How does art change the hospital environment? What role can art play during this time of Covid? Staff from St Vincent’s University Hospital explore their favourite artworks on loan from the Arts Council of Ireland Collection and how ‘art bridges the gap between functionality and emotions’.
Hospitals are the yin and yang of human infrastructure. Their purpose is to accommodate sick people who are in need of intervention to make them feel better. Some will be really ill, while others will be the “walking wounded” and many will fit in the spectrum between these two extremes. These patients expect professional experts to care for them, physically, mentally and emotionally.
But hospitals have to be havens of sterility, continually at war with bacteria, viruses and microbes. Armies of cleaners wipe every surface and clean every piece of equipment from floors to walls to ceilings. Clean buildings are functional buildings; bare surfaces and vast expanses of bare walls promote this image to society.
These buildings must support the patients, the families and the staff physically and emotionally, in times of great fear, uncertainty and pain. Art bridges the gap between functionality and emotions.
St Vincent’s University Hospital prides itself on its beautifully functional buildings. It is a temple to modern healthcare, with clean lines, bright lights and an industrial aesthetic. The fantastic opportunity to borrow from the national collection of the Arts Council allowed us to marry this functional approach with a softer warmer environment, that has soothed staff and patients alike. The initiative has been like a gust of spring breeze blowing through the buildings.
It has been very interesting, during Covid times, not to have so many of the public walking through the corridors. During the past year, the pictures that were hung on the walls comforted and consoled staff more than the public; the public will hopefully have their time soon. So, our audience is somewhat one-sided at the moment. Not a bad thing, minimising footfall has been the goal of hospitals since last March. And helping our staff get through this stressful time is hugely important.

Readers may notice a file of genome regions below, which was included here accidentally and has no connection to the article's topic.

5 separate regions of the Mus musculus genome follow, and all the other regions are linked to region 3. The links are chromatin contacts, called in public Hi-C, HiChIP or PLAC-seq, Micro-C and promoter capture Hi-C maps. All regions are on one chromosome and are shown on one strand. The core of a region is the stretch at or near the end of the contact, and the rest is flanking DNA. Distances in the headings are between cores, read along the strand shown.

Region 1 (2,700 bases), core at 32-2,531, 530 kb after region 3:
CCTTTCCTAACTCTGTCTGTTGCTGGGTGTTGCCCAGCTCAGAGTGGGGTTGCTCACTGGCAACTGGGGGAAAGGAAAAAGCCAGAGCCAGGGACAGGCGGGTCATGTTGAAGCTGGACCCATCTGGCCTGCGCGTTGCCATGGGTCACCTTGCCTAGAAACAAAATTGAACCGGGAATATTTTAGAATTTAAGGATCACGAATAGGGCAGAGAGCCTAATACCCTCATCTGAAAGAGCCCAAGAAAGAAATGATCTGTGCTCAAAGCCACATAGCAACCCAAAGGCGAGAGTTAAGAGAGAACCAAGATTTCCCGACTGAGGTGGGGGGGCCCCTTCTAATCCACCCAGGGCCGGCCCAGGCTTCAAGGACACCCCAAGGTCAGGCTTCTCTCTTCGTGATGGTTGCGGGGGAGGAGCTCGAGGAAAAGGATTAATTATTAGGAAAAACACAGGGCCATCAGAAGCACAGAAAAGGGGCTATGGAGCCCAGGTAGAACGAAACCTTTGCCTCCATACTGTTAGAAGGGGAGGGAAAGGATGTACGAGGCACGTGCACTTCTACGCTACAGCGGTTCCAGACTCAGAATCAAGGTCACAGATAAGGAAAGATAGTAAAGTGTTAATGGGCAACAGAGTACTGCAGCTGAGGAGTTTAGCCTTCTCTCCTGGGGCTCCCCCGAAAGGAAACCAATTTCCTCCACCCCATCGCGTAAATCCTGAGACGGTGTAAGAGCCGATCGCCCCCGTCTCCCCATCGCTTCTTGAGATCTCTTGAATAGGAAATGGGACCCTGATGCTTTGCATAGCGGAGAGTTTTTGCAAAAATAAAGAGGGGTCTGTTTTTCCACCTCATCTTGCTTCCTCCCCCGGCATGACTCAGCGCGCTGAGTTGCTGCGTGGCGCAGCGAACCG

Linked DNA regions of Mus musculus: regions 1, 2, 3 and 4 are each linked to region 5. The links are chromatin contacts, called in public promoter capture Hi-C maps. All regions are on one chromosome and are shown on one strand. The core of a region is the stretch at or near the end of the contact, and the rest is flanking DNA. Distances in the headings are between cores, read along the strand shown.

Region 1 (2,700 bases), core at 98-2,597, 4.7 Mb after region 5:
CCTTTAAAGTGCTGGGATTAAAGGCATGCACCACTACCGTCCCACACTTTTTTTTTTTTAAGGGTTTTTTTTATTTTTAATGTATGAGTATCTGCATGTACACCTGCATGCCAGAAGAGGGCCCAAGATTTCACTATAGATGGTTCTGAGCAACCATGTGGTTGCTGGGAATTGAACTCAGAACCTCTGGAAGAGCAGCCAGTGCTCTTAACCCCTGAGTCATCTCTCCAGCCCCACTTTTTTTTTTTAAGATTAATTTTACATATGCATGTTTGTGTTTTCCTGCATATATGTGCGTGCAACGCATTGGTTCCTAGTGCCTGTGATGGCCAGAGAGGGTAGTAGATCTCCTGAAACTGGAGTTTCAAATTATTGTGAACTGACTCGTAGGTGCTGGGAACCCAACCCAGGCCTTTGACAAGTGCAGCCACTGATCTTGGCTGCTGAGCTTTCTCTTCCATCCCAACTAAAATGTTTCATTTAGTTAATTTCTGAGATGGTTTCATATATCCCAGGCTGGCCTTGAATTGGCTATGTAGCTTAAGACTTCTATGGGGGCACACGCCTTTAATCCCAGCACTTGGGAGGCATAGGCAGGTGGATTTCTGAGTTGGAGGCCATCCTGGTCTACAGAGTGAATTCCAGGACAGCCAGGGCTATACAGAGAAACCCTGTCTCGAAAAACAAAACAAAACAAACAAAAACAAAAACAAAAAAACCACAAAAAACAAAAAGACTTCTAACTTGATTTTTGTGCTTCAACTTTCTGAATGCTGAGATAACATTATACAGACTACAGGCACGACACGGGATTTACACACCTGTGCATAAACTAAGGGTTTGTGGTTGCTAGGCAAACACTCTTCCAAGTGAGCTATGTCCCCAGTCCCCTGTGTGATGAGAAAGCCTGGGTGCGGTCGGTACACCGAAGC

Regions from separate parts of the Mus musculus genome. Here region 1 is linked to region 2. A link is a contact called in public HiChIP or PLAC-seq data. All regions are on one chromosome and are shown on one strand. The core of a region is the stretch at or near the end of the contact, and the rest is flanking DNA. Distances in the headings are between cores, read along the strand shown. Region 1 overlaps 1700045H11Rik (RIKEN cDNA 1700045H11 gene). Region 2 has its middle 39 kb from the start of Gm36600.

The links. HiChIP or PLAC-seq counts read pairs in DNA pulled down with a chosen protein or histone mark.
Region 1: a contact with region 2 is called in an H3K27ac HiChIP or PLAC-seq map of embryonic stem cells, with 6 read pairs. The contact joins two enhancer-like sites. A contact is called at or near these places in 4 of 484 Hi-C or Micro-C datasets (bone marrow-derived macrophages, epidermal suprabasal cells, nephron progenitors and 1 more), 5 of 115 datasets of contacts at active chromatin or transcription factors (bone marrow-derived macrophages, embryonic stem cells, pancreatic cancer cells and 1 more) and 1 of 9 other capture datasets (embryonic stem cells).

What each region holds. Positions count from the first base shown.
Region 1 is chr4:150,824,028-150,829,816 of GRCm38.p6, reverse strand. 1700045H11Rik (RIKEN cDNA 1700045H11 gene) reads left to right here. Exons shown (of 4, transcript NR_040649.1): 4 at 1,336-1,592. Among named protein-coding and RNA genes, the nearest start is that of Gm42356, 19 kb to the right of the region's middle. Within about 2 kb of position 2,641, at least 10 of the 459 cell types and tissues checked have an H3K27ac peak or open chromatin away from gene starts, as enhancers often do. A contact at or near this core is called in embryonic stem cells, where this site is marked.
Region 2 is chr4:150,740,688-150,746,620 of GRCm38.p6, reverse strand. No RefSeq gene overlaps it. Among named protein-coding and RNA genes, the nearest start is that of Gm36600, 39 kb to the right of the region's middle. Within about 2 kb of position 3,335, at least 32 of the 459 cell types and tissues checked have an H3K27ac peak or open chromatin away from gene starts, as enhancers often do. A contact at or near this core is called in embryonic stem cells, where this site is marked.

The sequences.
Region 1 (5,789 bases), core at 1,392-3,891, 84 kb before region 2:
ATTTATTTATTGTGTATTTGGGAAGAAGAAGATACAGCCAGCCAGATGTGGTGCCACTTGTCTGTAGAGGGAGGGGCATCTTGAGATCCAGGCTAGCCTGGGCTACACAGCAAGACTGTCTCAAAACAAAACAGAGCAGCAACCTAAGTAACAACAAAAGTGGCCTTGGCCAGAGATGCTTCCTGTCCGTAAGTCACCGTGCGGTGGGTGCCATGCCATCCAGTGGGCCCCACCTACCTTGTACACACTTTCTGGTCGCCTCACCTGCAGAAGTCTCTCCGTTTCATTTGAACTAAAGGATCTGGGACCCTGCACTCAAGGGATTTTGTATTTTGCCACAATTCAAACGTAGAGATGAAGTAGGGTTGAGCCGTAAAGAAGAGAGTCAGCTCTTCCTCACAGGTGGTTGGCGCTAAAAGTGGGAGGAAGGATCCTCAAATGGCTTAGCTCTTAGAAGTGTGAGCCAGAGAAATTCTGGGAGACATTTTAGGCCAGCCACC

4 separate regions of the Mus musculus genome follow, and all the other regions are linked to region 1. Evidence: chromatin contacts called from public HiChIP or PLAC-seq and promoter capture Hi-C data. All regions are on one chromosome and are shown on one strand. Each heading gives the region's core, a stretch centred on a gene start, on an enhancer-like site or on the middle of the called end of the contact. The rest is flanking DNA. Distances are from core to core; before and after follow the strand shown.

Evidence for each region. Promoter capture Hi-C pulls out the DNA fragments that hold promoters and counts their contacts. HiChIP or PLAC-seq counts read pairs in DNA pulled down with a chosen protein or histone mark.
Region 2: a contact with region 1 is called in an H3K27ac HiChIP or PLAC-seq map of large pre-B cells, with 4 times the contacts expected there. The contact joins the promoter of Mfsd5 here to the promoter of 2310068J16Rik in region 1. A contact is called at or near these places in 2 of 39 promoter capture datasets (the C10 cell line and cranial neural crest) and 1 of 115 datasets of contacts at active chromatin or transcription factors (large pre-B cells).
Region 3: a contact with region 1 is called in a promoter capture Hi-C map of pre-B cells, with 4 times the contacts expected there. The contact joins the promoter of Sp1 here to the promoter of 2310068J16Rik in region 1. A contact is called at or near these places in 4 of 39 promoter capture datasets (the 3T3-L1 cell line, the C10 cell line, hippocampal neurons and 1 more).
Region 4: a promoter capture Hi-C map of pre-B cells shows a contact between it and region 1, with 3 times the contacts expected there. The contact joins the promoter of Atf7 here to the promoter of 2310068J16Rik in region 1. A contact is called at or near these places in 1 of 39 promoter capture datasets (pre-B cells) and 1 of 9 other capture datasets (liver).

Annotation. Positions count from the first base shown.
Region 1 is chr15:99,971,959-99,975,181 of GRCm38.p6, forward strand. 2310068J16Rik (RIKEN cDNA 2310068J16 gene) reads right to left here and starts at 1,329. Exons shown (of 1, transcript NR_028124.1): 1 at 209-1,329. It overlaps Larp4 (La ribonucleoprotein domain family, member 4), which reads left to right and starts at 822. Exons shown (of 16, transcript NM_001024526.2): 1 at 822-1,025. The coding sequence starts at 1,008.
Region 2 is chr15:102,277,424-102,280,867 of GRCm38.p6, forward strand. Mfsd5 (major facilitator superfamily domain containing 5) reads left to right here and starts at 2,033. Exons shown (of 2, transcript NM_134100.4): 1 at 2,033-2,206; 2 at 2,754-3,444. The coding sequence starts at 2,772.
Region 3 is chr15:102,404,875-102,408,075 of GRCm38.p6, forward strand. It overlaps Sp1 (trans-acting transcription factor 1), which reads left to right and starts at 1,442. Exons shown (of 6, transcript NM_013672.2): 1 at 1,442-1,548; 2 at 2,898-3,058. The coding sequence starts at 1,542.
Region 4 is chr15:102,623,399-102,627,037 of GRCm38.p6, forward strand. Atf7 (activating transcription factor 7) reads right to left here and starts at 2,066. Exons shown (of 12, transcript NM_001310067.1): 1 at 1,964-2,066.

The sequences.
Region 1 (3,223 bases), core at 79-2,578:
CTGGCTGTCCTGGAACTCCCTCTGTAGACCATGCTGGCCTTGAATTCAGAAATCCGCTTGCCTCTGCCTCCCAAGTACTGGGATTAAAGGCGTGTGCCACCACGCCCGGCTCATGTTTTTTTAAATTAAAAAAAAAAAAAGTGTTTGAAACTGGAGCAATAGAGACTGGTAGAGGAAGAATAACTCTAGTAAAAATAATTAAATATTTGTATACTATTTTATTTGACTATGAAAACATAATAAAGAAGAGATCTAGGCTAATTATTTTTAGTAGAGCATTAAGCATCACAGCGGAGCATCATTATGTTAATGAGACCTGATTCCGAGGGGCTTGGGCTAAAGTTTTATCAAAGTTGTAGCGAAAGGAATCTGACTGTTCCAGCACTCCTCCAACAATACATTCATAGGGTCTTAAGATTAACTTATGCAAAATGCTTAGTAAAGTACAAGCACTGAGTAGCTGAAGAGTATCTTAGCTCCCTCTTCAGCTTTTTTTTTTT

So we asked staff what their favourite picture was…..One member of staff picked a picture by Micheal Farrell (artwork featured above):
‘I love the freedom in this etching, particularly at this time when our lives are so constrained. It reminds me of the birds on Sandymount Strand making their usual apparently carefree swoops, which gave me a feeling of normality last year as everything became progressively more abnormal.‘
Featured artwork above: Farrell, Micheal, Untitled 28/42 (Birds), 1987. Etching, 50 x 67cm. Collection of the Arts Council / An Chomhairle Ealaíon.
Another member of staff chose a picture by Anne Crowley hanging outside the medical student’s lounge:
‘Every time I walk past this picture, it reminds me that it sits outside the student res. Though the picture may be about something else, to me, it reminds me of books on shelves in a library and therefore the learning that is taking place with students embarking on a life of healthcare delivery. That is a powerful image for me.‘
A piece of art on a wall in a hospital can be a moment of mindfulness in this chaotic time. We will never know what effect it may have on the viewer, but even if it has a minor positive benefit in bringing peace, comfort, or even provocation to our patients and our staff, it is surely worth two screws in an otherwise plain wall.
About the series
The Arts Council Collection in Healthcare Settings is a six-part series produced in partnership with artsandhealth.ie and the Arts Council Visual Arts Collection Department. Selected artworks on loan from the Arts Council of Ireland Collection are chosen by participating healthcare settings together with responses from staff, service users and artists working in these settings. An accompanying perspective by Ben Mulligan and Ann O’Connor from the Arts Council provides insights into the lending process.
View artworks from the series on this dedicated page: